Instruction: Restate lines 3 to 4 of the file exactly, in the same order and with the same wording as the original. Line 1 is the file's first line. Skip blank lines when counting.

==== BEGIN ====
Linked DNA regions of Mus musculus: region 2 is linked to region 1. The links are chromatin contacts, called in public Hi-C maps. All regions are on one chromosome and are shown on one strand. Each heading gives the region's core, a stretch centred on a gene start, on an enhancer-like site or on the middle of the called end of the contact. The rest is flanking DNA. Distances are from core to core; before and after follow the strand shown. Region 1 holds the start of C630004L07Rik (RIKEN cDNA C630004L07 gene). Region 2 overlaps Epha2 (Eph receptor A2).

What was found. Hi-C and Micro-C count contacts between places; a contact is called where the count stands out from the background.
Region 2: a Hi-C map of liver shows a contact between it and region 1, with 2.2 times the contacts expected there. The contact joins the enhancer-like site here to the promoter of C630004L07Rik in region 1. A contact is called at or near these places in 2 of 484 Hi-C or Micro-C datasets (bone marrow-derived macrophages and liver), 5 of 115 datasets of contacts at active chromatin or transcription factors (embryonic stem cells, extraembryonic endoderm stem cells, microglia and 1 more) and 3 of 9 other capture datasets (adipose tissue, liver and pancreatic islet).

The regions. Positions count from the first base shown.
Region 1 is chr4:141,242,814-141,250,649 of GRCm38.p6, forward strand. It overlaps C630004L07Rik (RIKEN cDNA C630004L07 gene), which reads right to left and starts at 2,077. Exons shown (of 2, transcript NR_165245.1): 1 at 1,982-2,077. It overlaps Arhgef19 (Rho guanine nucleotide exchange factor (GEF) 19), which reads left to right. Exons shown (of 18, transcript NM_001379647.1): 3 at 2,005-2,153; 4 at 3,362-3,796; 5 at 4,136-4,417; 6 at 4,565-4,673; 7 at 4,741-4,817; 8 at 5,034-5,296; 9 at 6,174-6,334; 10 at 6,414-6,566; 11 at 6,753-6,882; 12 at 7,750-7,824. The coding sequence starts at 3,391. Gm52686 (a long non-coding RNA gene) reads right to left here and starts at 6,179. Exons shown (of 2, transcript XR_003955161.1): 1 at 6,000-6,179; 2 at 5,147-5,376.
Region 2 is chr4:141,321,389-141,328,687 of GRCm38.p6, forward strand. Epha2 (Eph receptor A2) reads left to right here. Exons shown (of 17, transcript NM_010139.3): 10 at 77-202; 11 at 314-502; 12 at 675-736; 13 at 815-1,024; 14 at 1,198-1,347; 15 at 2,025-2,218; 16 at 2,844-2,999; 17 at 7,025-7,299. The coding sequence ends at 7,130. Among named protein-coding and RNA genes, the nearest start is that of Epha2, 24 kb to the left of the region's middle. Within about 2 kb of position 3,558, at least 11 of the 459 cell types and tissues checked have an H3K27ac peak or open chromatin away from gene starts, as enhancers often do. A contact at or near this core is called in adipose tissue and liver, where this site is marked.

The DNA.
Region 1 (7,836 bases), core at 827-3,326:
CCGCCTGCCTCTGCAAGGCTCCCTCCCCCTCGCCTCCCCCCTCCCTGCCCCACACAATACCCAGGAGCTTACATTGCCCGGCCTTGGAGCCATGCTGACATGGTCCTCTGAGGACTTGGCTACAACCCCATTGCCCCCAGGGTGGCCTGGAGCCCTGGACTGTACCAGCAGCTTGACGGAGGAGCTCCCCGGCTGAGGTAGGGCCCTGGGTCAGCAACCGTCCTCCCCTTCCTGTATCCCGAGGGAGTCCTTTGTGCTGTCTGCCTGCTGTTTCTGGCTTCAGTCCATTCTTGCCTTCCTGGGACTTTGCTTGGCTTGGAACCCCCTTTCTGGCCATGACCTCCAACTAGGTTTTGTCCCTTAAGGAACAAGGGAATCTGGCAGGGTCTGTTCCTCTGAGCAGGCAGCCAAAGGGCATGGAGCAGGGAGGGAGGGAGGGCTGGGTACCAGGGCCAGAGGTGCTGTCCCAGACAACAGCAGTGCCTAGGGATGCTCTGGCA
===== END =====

Region 2: a Hi-C map of liver shows a contact between it and region 1, with 2.2 times the contacts expected there. The contact joins the enhancer-like site here to the promoter of C630004L07Rik in region 1. A contact is called at or near these places in 2 of 484 Hi-C or Micro-C datasets (bone marrow-derived macrophages and liver), 5 of 115 datasets of contacts at active chromatin or transcription factors (embryonic stem cells, extraembryonic endoderm stem cells, microglia and 1 more) and 3 of 9 other capture datasets (adipose tissue, liver and pancreatic islet).

The regions. Positions count from the first base shown.